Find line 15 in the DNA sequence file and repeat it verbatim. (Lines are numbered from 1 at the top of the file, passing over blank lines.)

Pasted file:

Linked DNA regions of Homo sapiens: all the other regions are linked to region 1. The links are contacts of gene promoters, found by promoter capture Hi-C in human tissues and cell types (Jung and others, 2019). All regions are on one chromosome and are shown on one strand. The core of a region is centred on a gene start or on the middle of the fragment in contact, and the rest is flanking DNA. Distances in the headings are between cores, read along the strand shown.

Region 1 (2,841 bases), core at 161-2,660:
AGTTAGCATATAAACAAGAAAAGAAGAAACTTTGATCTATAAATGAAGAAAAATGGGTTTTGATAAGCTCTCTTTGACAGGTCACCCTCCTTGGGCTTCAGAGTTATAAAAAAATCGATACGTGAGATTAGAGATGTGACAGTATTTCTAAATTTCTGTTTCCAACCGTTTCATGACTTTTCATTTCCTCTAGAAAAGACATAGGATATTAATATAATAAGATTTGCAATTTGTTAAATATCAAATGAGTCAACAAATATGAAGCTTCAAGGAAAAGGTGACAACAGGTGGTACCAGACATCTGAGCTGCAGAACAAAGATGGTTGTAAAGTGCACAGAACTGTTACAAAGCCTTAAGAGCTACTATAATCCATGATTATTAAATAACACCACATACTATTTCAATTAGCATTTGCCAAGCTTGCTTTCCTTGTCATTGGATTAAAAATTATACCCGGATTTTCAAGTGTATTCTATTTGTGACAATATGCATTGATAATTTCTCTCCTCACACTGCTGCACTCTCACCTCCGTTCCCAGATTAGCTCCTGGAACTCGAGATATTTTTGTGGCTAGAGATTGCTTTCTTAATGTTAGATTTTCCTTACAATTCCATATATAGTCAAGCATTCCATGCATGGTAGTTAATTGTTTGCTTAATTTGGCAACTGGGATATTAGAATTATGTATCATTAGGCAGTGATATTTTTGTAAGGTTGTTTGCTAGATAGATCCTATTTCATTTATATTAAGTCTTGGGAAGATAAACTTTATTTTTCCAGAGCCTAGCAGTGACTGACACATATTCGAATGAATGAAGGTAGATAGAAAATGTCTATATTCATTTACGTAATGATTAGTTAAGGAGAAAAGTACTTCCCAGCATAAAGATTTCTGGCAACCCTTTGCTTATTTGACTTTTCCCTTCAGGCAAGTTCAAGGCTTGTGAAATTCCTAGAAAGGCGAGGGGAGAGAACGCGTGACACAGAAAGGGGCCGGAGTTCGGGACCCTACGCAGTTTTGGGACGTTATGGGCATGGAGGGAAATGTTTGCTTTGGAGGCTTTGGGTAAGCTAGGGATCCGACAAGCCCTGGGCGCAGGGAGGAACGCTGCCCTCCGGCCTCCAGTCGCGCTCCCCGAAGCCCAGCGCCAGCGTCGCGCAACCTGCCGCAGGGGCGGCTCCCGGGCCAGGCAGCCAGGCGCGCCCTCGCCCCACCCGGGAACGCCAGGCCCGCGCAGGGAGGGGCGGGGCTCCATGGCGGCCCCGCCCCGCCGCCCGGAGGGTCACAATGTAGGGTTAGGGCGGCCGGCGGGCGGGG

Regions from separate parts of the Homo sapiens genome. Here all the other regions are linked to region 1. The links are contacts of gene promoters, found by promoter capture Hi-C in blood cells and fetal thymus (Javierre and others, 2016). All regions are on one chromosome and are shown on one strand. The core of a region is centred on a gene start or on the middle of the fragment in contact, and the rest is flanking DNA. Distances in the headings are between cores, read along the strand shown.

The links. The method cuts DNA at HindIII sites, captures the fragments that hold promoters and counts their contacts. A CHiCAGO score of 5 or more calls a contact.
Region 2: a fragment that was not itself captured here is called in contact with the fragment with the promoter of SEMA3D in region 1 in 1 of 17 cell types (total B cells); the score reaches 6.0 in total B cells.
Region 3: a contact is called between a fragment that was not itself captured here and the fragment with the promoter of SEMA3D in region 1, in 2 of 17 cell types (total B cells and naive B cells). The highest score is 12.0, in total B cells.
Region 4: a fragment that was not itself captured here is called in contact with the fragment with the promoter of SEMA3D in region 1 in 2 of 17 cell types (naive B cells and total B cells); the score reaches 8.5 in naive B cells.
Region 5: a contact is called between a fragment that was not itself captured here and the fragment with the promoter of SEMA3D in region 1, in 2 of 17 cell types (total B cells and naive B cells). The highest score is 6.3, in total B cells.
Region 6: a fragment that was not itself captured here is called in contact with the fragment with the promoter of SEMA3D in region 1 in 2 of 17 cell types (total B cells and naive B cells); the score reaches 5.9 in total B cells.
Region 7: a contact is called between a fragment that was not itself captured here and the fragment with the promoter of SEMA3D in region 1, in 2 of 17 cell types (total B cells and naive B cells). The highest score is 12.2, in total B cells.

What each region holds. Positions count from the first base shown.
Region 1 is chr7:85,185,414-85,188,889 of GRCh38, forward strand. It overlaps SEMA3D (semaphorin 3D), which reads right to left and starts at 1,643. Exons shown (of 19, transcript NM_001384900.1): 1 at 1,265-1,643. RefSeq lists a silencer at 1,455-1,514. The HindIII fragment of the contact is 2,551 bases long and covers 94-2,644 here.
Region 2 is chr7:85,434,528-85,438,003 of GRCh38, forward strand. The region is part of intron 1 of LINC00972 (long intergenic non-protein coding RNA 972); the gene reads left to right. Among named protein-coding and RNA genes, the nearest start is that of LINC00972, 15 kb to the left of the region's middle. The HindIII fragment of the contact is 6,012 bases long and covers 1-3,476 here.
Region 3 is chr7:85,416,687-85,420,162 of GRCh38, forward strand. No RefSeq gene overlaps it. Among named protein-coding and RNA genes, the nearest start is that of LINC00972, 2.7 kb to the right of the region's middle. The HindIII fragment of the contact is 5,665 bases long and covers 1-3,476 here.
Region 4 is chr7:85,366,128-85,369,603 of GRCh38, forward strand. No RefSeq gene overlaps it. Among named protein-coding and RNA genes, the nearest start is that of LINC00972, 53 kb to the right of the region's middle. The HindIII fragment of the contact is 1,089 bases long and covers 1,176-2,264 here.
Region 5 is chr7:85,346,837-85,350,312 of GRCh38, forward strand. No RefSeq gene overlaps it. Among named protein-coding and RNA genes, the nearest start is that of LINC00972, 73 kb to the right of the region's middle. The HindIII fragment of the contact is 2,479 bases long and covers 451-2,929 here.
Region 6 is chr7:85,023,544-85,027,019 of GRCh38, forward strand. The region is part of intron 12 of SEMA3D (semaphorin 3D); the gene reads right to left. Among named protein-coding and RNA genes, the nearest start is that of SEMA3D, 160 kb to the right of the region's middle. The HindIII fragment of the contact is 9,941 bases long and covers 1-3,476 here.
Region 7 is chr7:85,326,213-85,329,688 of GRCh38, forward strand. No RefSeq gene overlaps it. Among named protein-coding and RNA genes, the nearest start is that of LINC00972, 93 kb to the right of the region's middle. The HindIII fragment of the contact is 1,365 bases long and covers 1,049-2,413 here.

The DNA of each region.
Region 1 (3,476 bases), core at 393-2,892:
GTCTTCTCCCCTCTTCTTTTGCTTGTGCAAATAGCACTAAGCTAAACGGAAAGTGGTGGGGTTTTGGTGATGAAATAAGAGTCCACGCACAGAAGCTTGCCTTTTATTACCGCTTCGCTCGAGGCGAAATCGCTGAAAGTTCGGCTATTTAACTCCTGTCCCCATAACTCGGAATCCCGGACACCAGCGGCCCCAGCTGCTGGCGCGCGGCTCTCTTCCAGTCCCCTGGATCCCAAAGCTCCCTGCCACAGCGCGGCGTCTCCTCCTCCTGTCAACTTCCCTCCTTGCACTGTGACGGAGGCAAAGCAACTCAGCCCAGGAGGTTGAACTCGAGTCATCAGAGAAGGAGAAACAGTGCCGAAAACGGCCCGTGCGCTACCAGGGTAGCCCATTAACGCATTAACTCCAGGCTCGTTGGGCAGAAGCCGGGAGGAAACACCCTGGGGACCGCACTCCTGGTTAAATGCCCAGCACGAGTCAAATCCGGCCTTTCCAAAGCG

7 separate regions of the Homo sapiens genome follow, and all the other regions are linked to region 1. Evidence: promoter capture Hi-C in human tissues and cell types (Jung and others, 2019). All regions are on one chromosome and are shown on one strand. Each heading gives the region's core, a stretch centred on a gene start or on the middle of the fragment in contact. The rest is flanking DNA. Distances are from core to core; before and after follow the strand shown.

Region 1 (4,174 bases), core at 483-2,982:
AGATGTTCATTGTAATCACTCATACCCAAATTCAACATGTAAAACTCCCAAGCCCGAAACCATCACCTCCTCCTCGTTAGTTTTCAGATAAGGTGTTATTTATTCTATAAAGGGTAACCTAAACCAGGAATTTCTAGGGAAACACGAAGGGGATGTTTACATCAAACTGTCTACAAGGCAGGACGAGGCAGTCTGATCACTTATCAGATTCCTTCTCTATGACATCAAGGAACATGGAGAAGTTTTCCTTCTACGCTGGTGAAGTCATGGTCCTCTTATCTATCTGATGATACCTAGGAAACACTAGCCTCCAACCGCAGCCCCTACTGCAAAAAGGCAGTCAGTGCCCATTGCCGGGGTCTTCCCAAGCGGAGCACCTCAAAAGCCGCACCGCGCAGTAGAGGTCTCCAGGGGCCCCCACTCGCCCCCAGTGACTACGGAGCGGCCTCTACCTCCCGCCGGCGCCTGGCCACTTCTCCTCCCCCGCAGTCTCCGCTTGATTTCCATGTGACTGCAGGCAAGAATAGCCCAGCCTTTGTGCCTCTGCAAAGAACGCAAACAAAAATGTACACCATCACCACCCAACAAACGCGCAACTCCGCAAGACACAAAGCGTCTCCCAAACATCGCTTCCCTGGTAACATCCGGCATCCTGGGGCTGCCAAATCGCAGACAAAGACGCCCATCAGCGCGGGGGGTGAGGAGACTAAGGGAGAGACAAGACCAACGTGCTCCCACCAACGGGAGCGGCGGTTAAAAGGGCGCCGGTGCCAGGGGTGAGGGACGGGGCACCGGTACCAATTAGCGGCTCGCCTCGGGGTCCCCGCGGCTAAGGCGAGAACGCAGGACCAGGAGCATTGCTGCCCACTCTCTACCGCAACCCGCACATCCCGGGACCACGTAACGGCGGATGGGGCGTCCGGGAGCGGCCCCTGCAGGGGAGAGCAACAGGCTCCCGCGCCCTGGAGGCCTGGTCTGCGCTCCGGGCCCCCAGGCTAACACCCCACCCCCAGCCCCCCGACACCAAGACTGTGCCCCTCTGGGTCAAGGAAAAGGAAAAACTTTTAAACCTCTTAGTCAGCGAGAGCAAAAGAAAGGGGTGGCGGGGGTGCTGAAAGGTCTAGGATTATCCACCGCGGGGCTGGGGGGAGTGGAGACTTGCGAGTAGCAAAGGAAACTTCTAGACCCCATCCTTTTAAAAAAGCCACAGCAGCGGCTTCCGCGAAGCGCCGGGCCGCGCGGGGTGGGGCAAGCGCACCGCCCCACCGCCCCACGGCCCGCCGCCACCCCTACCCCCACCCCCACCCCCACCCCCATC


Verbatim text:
Region 3 is chr7:85,416,687-85,420,162 of GRCh38, forward strand. No RefSeq gene overlaps it. Among named protein-coding and RNA genes, the nearest start is that of LINC00972, 2.7 kb to the right of the region's middle. The HindIII fragment of the contact is 5,665 bases long and covers 1-3,476 here.